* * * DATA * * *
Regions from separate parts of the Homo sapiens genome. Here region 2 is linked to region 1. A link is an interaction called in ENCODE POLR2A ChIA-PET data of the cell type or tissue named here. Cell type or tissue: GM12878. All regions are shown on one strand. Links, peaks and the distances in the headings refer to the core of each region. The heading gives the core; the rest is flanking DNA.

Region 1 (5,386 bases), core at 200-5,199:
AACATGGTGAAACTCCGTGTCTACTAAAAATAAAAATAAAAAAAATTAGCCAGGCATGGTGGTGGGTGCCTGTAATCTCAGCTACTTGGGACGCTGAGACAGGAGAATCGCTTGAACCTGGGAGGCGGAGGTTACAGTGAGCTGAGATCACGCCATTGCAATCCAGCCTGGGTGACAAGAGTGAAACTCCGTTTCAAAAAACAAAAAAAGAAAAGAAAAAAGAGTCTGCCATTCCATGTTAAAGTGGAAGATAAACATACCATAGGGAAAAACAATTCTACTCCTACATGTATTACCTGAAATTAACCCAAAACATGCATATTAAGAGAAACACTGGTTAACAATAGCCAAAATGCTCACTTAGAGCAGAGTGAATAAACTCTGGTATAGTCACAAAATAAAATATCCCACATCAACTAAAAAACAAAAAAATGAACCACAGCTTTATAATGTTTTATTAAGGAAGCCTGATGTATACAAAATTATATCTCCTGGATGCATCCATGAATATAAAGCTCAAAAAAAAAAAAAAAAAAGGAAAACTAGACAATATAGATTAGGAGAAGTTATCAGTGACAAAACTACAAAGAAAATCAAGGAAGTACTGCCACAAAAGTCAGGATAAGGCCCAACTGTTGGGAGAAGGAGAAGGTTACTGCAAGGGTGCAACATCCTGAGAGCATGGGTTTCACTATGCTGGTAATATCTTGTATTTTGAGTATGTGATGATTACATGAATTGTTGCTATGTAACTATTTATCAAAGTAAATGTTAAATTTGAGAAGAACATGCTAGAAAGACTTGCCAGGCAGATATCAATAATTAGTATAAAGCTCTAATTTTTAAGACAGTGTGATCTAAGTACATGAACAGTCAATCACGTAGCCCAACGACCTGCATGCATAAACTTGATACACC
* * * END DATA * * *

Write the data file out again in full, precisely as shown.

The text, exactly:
Regions from separate parts of the Homo sapiens genome. Here region 2 is linked to region 1. A link is an interaction called in ENCODE POLR2A ChIA-PET data of the cell type or tissue named here. Cell type or tissue: GM12878. All regions are shown on one strand. Links, peaks and the distances in the headings refer to the core of each region. The heading gives the core; the rest is flanking DNA.

Region 1 (5,386 bases), core at 200-5,199:
AACATGGTGAAACTCCGTGTCTACTAAAAATAAAAATAAAAAAAATTAGCCAGGCATGGTGGTGGGTGCCTGTAATCTCAGCTACTTGGGACGCTGAGACAGGAGAATCGCTTGAACCTGGGAGGCGGAGGTTACAGTGAGCTGAGATCACGCCATTGCAATCCAGCCTGGGTGACAAGAGTGAAACTCCGTTTCAAAAAACAAAAAAAGAAAAGAAAAAAGAGTCTGCCATTCCATGTTAAAGTGGAAGATAAACATACCATAGGGAAAAACAATTCTACTCCTACATGTATTACCTGAAATTAACCCAAAACATGCATATTAAGAGAAACACTGGTTAACAATAGCCAAAATGCTCACTTAGAGCAGAGTGAATAAACTCTGGTATAGTCACAAAATAAAATATCCCACATCAACTAAAAAACAAAAAAATGAACCACAGCTTTATAATGTTTTATTAAGGAAGCCTGATGTATACAAAATTATATCTCCTGGATGCATCCATGAATATAAAGCTCAAAAAAAAAAAAAAAAAAGGAAAACTAGACAATATAGATTAGGAGAAGTTATCAGTGACAAAACTACAAAGAAAATCAAGGAAGTACTGCCACAAAAGTCAGGATAAGGCCCAACTGTTGGGAGAAGGAGAAGGTTACTGCAAGGGTGCAACATCCTGAGAGCATGGGTTTCACTATGCTGGTAATATCTTGTATTTTGAGTATGTGATGATTACATGAATTGTTGCTATGTAACTATTTATCAAAGTAAATGTTAAATTTGAGAAGAACATGCTAGAAAGACTTGCCAGGCAGATATCAATAATTAGTATAAAGCTCTAATTTTTAAGACAGTGTGATCTAAGTACATGAACAGTCAATCACGTAGCCCAACGACCTGCATGCATAAACTTGATACACC